Why Bands are Awesome!

I think it's fair to assume that most people believe playing in band or orchestra in school is a good experience. And I'd go even farther than that to say any kind of collaborative music playing is good for development. Here's my take on why:

One of my personal music ventures lately has been playing in a band. A friend of mine, named Kyle Shevlin, who is a talented singer/songwriter has been gaining some following in the Pasadena, Hollywood and Silverlake areas. You can find more about him and his music here. And when he's booked a show that he wants to use a full band for, he has given me the opportunity to play keyboard with him.

Having grown up playing in symphonic band, orchestra, church and other classical ensembles, playing in a folk-rock band is a little bit of a new experience for me, but very exciting. His music uses a lot of organs, pads and other synthesized sounds that I get to play around with. Sometimes I even get to split the keyboard, and play an organ with one hand and a piano with the other. At his last show we had a Banjo and Cajun playing along with us in addition to the bass/drums/guitars/keys, and it all made for a terrific show. The audience loved it, and we all had a great time.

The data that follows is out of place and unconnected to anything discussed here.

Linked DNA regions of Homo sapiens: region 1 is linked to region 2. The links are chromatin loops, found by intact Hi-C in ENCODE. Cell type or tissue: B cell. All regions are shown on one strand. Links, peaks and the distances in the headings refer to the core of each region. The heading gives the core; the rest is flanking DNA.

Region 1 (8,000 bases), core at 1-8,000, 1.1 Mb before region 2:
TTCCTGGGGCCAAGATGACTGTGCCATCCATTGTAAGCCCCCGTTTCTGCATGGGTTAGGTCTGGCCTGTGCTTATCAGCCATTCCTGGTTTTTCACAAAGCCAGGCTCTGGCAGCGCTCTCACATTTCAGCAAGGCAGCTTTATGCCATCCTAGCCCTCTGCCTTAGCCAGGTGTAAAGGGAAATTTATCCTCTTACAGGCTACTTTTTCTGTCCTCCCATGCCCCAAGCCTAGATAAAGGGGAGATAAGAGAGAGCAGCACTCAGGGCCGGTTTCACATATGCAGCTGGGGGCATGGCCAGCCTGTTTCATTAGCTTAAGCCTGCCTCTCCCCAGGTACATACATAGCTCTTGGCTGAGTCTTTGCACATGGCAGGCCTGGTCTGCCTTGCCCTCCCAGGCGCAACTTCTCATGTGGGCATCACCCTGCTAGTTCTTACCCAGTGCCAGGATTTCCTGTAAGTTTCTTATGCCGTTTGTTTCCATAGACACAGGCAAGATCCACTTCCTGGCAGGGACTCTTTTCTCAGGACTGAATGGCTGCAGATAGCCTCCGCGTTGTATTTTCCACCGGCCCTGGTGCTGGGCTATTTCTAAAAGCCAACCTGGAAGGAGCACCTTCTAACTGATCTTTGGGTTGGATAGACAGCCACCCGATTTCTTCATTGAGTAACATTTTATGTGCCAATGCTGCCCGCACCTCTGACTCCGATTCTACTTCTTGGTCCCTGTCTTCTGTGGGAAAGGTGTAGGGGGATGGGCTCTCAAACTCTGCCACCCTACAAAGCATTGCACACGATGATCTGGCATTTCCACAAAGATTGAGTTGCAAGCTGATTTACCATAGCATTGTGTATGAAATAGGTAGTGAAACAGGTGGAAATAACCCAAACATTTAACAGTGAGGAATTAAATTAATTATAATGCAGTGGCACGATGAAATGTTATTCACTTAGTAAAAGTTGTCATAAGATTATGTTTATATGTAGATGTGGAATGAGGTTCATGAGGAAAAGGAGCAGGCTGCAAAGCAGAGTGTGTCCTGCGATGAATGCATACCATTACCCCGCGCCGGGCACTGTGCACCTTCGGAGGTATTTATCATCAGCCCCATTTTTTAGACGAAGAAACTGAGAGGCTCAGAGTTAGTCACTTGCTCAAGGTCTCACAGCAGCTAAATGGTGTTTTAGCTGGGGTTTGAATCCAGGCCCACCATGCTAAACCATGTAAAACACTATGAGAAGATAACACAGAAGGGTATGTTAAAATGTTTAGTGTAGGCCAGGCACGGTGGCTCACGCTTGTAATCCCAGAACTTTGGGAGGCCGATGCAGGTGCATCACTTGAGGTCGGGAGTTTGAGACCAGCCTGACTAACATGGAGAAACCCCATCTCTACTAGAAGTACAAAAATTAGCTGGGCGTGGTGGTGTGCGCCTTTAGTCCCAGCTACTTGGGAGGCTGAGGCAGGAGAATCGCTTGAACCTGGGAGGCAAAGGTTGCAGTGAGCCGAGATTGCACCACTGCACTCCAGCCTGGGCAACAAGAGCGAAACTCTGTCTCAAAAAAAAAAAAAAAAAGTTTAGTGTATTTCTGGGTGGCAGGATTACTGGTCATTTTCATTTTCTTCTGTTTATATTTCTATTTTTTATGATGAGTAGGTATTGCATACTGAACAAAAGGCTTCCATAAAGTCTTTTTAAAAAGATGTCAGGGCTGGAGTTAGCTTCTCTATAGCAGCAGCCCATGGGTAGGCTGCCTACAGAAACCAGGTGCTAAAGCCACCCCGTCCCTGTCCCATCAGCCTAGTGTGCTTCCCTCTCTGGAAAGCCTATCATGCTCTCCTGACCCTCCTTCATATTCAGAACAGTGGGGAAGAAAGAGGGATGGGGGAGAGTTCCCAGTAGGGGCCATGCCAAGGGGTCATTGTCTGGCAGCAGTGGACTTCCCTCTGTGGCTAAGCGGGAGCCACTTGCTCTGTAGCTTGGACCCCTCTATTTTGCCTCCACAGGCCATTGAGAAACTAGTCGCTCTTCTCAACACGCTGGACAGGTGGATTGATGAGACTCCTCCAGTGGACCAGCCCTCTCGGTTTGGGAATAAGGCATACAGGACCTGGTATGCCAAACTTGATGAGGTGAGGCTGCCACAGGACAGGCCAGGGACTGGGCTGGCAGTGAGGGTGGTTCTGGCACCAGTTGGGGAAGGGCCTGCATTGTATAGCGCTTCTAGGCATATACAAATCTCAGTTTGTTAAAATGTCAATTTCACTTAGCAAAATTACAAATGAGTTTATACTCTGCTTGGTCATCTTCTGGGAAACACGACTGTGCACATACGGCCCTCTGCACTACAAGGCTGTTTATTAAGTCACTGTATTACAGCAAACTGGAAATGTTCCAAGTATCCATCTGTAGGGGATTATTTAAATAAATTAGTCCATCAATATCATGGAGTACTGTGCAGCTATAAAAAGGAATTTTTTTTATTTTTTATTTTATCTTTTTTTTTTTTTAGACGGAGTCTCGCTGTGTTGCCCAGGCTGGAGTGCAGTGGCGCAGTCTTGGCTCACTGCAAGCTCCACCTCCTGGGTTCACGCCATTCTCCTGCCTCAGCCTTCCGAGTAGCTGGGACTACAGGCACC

Now why is this important? Well, because it's reminded me that playing in a band develops several important skills that can be used in both music and non-music environments. The first is patience, obviously it can be difficult learning to play a piece on your own, but in a band you almost have to multiply that by however many people you're playing with. You learn to work towards a common goal, and to be patient both with yourself and with your band-mates. It also helps you learn to be creative in a collaborative setting. Each musician brings a different flavor to the music, and when you play together you get something truly unique and representative of the collective whole. Think of the school, home and workplace applications of something like that!

Musically, one of the most valuable skills that playing in a band, orchestra or even a duet develops is listening. The ability to hear the other musicians and push and pull the rhythm along with them is crucial. But even beyond that, the ability to hear what's not there . . . to discern the parts you want to hear, and then to articulate them through the instrument. These are skills that I want to develop in my students, and that is why I often play the duets with them, sing-along to their pieces, or if I have 2 kids in the same family taking lessons, I will occasionally have them learn a duet together. I hope to keep expanding in this area, so that one day, when they are in high school and want to start a garage band, or they end up playing accompaniment to the school play or joining the jazz band, or even pursue music into college and maybe professionally, they have all the tools they need to go for it wholeheartedly.